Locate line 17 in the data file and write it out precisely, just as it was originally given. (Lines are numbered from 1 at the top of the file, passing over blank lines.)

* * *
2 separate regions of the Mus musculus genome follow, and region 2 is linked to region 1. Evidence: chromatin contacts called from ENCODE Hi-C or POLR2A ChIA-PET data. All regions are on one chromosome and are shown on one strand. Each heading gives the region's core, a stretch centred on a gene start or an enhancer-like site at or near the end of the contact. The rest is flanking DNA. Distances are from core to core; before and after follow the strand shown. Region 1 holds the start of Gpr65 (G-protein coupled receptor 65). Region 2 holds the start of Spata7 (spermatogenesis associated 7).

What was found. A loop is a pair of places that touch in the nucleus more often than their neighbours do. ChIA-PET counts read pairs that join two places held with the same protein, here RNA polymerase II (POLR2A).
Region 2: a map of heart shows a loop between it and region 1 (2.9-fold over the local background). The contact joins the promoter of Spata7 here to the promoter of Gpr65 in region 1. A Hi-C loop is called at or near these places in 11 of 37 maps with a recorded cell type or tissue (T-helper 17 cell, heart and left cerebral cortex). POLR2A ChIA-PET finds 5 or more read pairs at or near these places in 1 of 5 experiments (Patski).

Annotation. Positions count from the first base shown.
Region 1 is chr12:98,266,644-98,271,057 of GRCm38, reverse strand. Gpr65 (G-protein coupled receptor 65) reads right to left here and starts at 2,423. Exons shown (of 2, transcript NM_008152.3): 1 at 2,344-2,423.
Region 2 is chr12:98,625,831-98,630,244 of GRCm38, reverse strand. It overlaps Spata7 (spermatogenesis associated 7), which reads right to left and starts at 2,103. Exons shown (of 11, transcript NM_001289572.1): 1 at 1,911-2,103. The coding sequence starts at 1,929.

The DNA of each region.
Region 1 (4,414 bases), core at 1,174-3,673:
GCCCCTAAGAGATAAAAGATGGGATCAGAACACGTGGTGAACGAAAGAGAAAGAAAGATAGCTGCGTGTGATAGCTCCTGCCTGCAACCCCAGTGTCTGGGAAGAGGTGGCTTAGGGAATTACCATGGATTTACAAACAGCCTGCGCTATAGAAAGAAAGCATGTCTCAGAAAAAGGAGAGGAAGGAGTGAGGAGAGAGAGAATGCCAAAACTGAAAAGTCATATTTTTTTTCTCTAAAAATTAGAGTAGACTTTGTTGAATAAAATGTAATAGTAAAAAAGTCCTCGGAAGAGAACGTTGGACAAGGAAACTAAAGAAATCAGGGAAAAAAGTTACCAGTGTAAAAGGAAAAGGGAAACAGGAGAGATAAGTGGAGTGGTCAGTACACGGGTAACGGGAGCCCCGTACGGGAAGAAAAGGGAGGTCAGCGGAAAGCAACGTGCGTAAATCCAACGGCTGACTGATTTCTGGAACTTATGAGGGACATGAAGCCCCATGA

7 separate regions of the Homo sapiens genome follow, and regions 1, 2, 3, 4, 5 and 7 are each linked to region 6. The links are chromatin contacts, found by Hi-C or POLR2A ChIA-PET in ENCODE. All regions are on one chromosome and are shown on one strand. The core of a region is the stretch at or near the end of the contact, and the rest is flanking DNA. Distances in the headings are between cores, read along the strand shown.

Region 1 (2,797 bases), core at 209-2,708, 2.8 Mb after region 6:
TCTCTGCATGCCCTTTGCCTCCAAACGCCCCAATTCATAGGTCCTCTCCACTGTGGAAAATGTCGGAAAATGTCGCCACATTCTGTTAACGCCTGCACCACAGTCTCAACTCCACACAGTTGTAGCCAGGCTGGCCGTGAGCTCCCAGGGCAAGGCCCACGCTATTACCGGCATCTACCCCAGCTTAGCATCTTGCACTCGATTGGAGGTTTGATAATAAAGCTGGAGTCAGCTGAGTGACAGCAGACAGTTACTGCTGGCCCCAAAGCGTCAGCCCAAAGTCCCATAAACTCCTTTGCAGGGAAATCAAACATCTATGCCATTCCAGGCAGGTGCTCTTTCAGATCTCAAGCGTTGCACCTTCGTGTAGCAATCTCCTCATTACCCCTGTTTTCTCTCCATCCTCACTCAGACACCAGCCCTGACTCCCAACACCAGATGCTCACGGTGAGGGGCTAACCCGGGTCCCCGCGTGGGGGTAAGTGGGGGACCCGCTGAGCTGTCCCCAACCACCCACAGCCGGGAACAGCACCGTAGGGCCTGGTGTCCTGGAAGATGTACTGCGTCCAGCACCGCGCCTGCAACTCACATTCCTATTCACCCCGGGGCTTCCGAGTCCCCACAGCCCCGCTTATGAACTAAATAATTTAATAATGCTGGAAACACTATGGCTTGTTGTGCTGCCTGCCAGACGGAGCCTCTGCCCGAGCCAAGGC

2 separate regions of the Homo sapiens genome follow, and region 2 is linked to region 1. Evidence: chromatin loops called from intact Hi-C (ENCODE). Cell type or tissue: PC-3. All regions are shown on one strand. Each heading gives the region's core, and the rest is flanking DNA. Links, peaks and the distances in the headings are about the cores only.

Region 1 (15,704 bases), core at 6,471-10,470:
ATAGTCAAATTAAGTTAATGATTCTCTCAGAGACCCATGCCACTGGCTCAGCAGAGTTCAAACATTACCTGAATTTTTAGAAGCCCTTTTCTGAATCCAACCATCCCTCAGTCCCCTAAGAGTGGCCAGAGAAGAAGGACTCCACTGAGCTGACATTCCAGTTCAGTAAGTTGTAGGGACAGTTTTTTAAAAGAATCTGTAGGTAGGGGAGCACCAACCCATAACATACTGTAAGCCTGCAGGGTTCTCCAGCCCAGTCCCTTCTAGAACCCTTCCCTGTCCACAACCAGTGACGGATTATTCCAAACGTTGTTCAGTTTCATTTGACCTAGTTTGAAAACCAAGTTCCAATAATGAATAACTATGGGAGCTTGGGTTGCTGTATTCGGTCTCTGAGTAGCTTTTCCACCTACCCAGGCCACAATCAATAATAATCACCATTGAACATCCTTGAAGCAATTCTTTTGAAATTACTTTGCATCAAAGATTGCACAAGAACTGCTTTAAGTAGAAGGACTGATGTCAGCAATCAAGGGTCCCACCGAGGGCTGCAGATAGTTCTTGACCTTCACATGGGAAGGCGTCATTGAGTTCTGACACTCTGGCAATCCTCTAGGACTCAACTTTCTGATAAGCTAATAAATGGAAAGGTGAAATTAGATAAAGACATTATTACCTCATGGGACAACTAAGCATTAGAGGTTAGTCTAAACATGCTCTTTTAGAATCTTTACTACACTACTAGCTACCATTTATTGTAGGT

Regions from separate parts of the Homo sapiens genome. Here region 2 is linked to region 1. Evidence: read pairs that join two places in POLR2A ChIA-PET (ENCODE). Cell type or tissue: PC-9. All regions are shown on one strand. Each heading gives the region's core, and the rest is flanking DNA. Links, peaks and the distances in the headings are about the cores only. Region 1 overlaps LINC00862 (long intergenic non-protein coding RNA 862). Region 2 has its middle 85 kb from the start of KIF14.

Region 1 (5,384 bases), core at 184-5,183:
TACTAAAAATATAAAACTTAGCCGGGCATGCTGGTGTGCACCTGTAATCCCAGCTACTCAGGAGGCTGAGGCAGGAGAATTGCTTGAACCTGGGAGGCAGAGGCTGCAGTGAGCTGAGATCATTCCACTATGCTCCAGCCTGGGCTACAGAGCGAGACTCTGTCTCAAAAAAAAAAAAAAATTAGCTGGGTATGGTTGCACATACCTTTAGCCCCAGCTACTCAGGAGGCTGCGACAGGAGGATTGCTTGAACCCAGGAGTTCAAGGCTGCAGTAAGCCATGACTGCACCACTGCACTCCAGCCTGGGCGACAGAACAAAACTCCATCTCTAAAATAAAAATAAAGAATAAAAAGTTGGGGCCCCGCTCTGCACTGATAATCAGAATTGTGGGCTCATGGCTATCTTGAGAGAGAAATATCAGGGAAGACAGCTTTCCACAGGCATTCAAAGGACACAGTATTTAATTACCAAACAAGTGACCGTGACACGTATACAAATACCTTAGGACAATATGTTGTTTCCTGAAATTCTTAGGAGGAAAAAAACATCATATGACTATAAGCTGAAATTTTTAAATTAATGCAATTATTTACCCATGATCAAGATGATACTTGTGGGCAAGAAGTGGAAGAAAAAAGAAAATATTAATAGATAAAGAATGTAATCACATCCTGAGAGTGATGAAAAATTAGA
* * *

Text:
Region 1 (5,384 bases), core at 184-5,183: